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Under African Skies: Part One - Prue Ramsden

Blog post   •   Aug 02, 2012 09:10 BST

From the Serengeti to Zanzibar 5-24 June, 2012

This trip is not so much a holiday as an experience. There are so many aspects to it that to cover it in detail I would have to write a book. However, here is what I hope is the flavour of an unforgettable journey, the highlights and the lowlights.

If you don’t like early morning starts to your day, accommodation which can be very basic, living out of a suitcase, mosquitoes, and long tiring days then don’t even contemplate this trip.

If, on the other hand you have a sense of adventure and a pioneering spirit, if you don’t mind long road journeys on dry, dusty roads, if you want to see big animals so close you can almost touch them, if you want to experience true African village life and meet very friendly local people under big, big African skies, then you will love this. Oh, and the walking is great too.

It’s a hard life!

After our arrival at Kilimanjaro Airport and an overnight stop in a hotel at Moshi, the first part of our trip really began in the Usambara mountains, a lush green forested area five hours away by road.

Our two days of walks from here took us to the Irente View Point and the Kivuga Peak. Before we started our first walk we wandered around the unusual, colourful indoor market in Lushoto, the first of many markets we would see.

Both walks were superb as we soaked up the scenery of almost tropical vegetation, colourful birds and flowers, and monkeys high up in the trees. We passed through villages reminiscent of Stone Age settlements and were greeted with waves and smiles by the villagers as we walked along narrow paths in their maize fields.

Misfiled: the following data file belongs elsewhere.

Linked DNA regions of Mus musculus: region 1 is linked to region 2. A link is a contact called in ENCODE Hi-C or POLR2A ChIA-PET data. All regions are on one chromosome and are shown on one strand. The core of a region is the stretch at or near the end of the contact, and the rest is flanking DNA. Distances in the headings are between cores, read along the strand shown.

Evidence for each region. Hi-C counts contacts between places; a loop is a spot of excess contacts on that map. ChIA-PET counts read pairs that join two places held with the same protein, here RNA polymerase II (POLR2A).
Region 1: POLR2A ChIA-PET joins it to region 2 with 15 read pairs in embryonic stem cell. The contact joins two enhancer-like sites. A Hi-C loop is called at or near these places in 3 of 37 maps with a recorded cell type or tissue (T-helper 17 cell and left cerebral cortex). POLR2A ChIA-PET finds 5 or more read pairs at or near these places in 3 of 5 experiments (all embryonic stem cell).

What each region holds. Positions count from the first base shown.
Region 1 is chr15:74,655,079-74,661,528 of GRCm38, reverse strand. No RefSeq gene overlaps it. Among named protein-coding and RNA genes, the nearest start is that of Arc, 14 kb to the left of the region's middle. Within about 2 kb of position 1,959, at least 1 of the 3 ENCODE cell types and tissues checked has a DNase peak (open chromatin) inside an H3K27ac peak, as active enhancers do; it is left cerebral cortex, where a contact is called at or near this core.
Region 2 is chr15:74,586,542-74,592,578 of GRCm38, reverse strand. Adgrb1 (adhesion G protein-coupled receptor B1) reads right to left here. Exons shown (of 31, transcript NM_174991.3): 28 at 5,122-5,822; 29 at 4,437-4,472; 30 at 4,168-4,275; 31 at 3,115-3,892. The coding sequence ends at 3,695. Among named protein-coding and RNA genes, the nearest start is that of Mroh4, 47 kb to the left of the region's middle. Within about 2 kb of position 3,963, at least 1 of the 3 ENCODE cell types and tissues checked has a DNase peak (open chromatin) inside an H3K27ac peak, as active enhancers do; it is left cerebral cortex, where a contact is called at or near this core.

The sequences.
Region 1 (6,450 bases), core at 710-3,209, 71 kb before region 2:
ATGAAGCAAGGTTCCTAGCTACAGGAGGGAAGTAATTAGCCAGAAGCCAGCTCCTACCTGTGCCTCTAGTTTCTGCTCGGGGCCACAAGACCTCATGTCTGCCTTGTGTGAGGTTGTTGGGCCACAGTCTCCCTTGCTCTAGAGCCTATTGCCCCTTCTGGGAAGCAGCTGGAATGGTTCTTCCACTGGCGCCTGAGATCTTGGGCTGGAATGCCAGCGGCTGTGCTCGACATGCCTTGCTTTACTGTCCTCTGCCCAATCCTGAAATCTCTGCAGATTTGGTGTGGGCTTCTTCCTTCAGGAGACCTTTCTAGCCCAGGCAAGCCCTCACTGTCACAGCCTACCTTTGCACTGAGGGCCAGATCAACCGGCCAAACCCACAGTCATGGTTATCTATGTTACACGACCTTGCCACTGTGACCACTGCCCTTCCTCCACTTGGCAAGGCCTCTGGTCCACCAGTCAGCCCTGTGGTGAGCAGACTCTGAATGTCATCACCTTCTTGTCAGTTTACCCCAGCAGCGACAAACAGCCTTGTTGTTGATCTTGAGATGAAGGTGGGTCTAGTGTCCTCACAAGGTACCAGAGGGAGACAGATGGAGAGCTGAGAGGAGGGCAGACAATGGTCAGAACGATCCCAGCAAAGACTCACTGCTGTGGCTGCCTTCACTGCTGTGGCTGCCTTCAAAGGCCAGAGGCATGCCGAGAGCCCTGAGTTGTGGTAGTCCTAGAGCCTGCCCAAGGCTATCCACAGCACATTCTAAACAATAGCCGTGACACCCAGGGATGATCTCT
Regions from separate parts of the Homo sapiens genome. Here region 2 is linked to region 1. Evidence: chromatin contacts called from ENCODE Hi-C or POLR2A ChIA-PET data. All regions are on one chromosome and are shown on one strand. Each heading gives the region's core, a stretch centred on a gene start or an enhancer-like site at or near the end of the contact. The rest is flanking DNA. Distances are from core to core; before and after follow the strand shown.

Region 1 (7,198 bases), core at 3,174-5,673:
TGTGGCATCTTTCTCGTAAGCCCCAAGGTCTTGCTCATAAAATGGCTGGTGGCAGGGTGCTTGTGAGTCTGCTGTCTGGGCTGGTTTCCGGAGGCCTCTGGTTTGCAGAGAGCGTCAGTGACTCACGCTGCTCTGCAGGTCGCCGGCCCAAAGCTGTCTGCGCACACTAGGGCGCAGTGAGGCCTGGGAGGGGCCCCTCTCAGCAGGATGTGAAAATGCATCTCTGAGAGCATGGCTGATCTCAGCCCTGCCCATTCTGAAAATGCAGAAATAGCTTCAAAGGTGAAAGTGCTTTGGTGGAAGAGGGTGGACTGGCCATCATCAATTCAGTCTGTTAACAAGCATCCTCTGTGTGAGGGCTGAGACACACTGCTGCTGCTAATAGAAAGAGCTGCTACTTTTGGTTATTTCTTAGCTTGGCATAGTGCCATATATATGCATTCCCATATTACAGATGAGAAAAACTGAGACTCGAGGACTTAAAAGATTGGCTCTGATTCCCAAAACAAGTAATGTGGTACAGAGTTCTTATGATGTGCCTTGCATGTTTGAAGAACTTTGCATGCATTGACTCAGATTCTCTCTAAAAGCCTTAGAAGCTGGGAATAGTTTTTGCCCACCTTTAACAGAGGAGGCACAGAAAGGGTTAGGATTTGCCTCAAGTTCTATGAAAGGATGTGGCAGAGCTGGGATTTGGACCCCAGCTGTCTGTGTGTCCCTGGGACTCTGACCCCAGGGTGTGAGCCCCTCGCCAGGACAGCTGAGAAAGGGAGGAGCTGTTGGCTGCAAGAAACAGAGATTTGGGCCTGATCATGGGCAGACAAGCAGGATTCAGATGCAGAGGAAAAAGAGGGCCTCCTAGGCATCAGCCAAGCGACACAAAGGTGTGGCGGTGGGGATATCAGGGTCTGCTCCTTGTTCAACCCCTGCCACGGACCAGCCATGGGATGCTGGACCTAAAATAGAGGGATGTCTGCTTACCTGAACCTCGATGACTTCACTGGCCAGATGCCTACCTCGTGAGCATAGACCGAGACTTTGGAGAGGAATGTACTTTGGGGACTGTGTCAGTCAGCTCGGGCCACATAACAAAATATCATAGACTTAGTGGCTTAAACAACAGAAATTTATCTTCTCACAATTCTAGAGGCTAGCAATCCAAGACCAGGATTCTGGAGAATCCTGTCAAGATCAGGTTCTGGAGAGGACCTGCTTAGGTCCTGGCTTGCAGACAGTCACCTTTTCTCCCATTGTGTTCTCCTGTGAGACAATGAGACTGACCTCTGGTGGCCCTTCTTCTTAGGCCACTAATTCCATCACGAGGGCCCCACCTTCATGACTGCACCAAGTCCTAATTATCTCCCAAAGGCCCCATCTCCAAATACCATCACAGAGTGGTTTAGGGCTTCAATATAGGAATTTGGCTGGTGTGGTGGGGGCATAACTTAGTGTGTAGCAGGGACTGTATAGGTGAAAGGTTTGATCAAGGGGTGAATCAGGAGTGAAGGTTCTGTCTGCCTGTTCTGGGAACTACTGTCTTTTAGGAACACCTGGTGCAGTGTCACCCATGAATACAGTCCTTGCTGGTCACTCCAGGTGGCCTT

The views from the points were spectacular; the African plain spread before and below us was vast.

Camera shy zebra

There was an orphanage near the hotel at Moshi which consisted of a small walled courtyard bordered on two sides with dormitories, one for boys, one for girls. A small slide and few toys rested in the courtyard alongside a clean water tank, of which the staff were justifiably proud, newly installed to make life just a bit easier.

There were twenty children, mostly orphaned by Malaria or HIV, and the place was set up and is run by a retired American doctor.

The children smiled and sang and waved to us as we left and the whole experience was very humbling. At the end of the trip we had a collection for the orphanage, a wonderful worthwhile cause to which we all wanted to contribute.

Our next two-night stop in Karatu meant driving through the Tarangire National Park en route. Here we had our first game drive. We saw elephants, impala, giraffes, warthogs, meerkats, monkeys, and many different birds.

On the move again for our one night stopover at a tented camp in the Serengeti. On the way we went to an archaeological site, the Oldupai Gorge, and took a short walk down the gorge to the place where fossils of footprints and a skull of the first humans were discovered by Mary Leakey in 1959. It was very hot in the gorge but it was an awesome feeling to stand in the very place where early man also stood.

An early game drive the next day reaped rewards as we spotted a leopard in a tree and lions basking on rocks, as well as thousands and thousands of zebra and wildebeest, all preparing for their long migration North to the Masai Mara.

Women toting goods along the dusty roads

READ PART TWO HERE

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